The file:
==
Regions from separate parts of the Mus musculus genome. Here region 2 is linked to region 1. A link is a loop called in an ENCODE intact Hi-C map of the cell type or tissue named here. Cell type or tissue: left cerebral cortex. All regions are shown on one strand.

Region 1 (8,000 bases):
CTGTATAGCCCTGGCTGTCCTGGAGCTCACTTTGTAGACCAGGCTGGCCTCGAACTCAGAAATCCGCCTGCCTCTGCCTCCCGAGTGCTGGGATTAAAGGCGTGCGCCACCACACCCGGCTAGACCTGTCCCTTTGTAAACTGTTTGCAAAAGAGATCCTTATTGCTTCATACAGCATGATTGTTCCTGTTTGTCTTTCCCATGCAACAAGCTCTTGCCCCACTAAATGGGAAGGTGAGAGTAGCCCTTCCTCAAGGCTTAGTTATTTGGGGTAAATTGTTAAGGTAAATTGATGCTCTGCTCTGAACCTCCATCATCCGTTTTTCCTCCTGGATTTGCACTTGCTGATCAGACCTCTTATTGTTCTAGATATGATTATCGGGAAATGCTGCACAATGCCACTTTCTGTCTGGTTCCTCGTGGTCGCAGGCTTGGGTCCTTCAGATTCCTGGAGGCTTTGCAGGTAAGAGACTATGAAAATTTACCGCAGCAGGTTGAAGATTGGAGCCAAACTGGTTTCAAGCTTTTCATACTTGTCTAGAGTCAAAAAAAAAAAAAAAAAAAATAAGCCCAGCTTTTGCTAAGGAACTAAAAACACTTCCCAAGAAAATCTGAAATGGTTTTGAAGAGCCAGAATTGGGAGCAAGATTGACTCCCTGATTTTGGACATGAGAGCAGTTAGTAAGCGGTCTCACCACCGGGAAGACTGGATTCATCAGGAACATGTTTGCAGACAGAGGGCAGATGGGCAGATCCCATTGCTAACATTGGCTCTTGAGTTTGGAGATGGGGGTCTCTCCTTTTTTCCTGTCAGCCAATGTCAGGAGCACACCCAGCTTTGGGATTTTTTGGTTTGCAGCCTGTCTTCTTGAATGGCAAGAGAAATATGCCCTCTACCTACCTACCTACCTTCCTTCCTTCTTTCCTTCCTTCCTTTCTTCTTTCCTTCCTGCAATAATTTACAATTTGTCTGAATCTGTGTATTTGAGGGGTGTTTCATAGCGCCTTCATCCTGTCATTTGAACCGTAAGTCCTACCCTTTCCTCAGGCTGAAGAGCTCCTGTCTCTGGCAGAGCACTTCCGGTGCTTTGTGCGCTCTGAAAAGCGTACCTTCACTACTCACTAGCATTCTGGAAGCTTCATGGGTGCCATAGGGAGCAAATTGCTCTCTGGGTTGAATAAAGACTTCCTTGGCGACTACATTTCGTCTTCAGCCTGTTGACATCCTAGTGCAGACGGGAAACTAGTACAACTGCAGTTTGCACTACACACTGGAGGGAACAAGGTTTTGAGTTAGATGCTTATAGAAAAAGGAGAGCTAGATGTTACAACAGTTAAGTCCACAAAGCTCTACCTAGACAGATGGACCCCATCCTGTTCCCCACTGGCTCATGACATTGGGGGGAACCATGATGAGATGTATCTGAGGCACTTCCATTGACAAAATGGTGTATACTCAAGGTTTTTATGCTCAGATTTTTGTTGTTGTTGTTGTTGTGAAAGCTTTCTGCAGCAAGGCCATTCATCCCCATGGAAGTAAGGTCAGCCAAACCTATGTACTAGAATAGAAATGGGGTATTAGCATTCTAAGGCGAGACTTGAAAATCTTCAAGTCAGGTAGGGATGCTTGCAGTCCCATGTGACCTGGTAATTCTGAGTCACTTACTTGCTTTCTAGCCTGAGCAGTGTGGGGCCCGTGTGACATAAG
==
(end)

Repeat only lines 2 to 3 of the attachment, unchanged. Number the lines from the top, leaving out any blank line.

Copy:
Region 1 (8,000 bases):
CTGTATAGCCCTGGCTGTCCTGGAGCTCACTTTGTAGACCAGGCTGGCCTCGAACTCAGAAATCCGCCTGCCTCTGCCTCCCGAGTGCTGGGATTAAAGGCGTGCGCCACCACACCCGGCTAGACCTGTCCCTTTGTAAACTGTTTGCAAAAGAGATCCTTATTGCTTCATACAGCATGATTGTTCCTGTTTGTCTTTCCCATGCAACAAGCTCTTGCCCCACTAAATGGGAAGGTGAGAGTAGCCCTTCCTCAAGGCTTAGTTATTTGGGGTAAATTGTTAAGGTAAATTGATGCTCTGCTCTGAACCTCCATCATCCGTTTTTCCTCCTGGATTTGCACTTGCTGATCAGACCTCTTATTGTTCTAGATATGATTATCGGGAAATGCTGCACAATGCCACTTTCTGTCTGGTTCCTCGTGGTCGCAGGCTTGGGTCCTTCAGATTCCTGGAGGCTTTGCAGGTAAGAGACTATGAAAATTTACCGCAGCAGGTTGAAGATTGGAGCCAAACTGGTTTCAAGCTTTTCATACTTGTCTAGAGTCAAAAAAAAAAAAAAAAAAAATAAGCCCAGCTTTTGCTAAGGAACTAAAAACACTTCCCAAGAAAATCTGAAATGGTTTTGAAGAGCCAGAATTGGGAGCAAGATTGACTCCCTGATTTTGGACATGAGAGCAGTTAGTAAGCGGTCTCACCACCGGGAAGACTGGATTCATCAGGAACATGTTTGCAGACAGAGGGCAGATGGGCAGATCCCATTGCTAACATTGGCTCTTGAGTTTGGAGATGGGGGTCTCTCCTTTTTTCCTGTCAGCCAATGTCAGGAGCACACCCAGCTTTGGGATTTTTTGGTTTGCAGCCTGTCTTCTTGAATGGCAAGAGAAATATGCCCTCTACCTACCTACCTACCTTCCTTCCTTCTTTCCTTCCTTCCTTTCTTCTTTCCTTCCTGCAATAATTTACAATTTGTCTGAATCTGTGTATTTGAGGGGTGTTTCATAGCGCCTTCATCCTGTCATTTGAACCGTAAGTCCTACCCTTTCCTCAGGCTGAAGAGCTCCTGTCTCTGGCAGAGCACTTCCGGTGCTTTGTGCGCTCTGAAAAGCGTACCTTCACTACTCACTAGCATTCTGGAAGCTTCATGGGTGCCATAGGGAGCAAATTGCTCTCTGGGTTGAATAAAGACTTCCTTGGCGACTACATTTCGTCTTCAGCCTGTTGACATCCTAGTGCAGACGGGAAACTAGTACAACTGCAGTTTGCACTACACACTGGAGGGAACAAGGTTTTGAGTTAGATGCTTATAGAAAAAGGAGAGCTAGATGTTACAACAGTTAAGTCCACAAAGCTCTACCTAGACAGATGGACCCCATCCTGTTCCCCACTGGCTCATGACATTGGGGGGAACCATGATGAGATGTATCTGAGGCACTTCCATTGACAAAATGGTGTATACTCAAGGTTTTTATGCTCAGATTTTTGTTGTTGTTGTTGTTGTGAAAGCTTTCTGCAGCAAGGCCATTCATCCCCATGGAAGTAAGGTCAGCCAAACCTATGTACTAGAATAGAAATGGGGTATTAGCATTCTAAGGCGAGACTTGAAAATCTTCAAGTCAGGTAGGGATGCTTGCAGTCCCATGTGACCTGGTAATTCTGAGTCACTTACTTGCTTTCTAGCCTGAGCAGTGTGGGGCCCGTGTGACATAAG